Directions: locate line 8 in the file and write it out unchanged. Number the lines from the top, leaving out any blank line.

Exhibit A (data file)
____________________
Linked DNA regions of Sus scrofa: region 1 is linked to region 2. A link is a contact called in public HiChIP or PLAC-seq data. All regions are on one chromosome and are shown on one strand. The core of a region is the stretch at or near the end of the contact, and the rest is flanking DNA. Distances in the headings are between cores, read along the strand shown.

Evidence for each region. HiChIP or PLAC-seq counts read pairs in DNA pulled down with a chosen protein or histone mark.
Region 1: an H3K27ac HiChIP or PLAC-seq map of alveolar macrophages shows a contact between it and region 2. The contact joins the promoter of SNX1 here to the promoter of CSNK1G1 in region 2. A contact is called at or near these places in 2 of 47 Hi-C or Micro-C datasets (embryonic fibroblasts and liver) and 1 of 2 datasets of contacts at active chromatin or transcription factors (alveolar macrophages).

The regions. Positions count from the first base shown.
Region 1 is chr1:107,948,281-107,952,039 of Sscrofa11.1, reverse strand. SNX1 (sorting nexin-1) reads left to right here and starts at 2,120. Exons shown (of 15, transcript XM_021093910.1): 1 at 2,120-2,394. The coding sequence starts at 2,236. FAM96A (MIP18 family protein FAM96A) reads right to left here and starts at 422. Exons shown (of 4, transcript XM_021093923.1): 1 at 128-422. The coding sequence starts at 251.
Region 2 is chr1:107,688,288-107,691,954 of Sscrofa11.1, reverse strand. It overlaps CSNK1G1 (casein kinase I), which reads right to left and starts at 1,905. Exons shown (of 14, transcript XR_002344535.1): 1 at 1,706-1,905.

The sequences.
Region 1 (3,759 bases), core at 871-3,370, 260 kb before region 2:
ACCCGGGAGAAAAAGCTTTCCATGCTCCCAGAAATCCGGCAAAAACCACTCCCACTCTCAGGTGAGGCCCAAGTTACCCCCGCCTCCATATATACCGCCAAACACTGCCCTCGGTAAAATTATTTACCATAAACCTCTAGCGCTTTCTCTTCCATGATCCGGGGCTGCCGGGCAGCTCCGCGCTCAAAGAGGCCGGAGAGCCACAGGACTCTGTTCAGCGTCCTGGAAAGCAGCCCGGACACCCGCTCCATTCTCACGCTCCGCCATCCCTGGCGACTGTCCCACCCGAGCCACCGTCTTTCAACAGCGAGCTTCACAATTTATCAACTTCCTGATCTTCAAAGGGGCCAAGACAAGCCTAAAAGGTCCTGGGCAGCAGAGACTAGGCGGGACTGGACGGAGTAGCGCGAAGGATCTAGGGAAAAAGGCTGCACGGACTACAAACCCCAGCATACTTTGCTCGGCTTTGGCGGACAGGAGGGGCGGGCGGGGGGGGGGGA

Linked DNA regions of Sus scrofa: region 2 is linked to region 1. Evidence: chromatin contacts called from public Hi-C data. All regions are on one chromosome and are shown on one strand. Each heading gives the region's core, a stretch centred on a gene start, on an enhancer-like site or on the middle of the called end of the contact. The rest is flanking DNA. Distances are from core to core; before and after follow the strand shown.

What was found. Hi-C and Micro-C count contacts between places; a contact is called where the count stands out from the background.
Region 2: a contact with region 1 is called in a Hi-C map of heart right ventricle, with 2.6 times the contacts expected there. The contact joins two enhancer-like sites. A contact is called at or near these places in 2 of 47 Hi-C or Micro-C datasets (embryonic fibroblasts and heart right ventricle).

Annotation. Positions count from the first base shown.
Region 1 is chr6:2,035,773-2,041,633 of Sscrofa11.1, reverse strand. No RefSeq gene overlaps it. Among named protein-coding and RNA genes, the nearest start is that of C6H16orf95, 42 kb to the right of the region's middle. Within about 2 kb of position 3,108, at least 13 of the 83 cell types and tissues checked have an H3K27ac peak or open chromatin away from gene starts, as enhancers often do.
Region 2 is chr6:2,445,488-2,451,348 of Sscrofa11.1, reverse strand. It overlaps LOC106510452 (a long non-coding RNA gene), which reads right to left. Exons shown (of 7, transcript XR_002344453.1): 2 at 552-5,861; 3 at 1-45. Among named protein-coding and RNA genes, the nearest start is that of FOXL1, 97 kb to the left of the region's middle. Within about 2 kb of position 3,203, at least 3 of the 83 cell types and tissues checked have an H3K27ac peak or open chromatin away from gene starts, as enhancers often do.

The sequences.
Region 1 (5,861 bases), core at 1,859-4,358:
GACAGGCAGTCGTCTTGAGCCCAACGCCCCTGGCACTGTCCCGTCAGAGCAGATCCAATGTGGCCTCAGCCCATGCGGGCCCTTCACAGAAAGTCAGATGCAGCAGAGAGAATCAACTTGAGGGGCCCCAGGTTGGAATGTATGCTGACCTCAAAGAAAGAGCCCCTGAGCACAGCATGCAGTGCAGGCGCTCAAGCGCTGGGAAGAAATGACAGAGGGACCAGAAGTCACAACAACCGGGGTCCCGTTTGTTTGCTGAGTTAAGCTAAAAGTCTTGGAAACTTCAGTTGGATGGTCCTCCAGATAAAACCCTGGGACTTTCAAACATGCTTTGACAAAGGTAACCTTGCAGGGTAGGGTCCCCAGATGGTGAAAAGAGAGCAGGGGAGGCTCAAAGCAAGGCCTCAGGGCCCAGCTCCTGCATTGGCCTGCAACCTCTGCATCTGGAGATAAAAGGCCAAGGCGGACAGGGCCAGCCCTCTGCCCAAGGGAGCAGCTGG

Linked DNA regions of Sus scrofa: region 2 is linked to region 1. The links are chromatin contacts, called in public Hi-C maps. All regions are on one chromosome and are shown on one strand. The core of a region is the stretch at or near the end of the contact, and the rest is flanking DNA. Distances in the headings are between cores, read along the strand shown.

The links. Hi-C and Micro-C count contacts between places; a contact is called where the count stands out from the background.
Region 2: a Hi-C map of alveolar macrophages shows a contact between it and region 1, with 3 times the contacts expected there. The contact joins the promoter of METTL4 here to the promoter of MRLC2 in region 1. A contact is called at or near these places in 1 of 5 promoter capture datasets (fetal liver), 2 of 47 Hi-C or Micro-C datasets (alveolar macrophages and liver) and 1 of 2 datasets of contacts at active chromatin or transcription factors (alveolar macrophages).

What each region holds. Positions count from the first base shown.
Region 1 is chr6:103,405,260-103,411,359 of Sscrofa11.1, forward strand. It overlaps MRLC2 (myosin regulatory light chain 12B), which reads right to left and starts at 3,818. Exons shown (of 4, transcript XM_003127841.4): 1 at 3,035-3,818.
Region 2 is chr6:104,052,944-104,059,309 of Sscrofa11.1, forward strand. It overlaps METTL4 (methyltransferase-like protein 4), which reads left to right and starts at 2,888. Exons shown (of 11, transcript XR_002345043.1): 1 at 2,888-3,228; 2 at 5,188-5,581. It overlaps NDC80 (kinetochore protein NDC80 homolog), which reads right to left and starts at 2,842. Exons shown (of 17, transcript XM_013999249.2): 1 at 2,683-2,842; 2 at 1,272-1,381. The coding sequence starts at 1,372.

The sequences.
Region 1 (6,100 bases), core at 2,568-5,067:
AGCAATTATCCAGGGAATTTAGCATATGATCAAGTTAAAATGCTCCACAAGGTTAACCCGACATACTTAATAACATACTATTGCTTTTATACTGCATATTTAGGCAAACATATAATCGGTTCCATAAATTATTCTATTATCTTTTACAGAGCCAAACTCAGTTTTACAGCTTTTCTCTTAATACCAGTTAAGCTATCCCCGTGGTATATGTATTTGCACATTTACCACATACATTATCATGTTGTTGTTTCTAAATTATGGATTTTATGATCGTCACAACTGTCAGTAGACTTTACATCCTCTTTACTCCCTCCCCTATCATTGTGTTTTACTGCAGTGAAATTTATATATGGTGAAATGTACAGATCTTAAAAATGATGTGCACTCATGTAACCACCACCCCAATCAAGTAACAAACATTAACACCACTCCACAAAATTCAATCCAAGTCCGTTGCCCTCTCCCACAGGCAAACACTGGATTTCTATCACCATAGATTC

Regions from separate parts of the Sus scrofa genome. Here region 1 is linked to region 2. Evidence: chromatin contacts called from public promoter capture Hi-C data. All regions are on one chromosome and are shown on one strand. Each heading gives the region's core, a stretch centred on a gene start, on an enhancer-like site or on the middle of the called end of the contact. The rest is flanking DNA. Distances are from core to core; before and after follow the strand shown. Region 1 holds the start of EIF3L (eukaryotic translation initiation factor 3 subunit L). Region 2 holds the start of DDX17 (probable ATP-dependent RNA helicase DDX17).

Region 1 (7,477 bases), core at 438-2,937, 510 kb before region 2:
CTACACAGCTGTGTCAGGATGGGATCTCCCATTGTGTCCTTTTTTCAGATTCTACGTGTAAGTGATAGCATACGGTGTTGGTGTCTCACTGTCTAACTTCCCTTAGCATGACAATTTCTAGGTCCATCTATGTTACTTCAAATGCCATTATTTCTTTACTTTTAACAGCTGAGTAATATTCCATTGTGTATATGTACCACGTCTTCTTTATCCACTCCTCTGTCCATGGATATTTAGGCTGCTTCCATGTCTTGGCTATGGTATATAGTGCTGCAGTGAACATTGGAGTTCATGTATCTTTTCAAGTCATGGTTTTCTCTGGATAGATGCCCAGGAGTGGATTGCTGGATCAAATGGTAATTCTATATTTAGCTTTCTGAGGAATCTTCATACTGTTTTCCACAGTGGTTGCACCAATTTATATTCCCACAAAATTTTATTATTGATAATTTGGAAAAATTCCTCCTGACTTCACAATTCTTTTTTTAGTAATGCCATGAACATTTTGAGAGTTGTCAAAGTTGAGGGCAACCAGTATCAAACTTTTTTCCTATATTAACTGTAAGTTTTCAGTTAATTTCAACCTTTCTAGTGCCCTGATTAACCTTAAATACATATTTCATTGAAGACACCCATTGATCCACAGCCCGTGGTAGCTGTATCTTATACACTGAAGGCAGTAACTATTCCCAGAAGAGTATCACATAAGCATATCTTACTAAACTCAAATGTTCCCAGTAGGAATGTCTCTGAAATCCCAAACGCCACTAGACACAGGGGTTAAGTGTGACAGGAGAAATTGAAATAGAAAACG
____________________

Region 1 (3,759 bases), core at 871-3,370, 260 kb before region 2: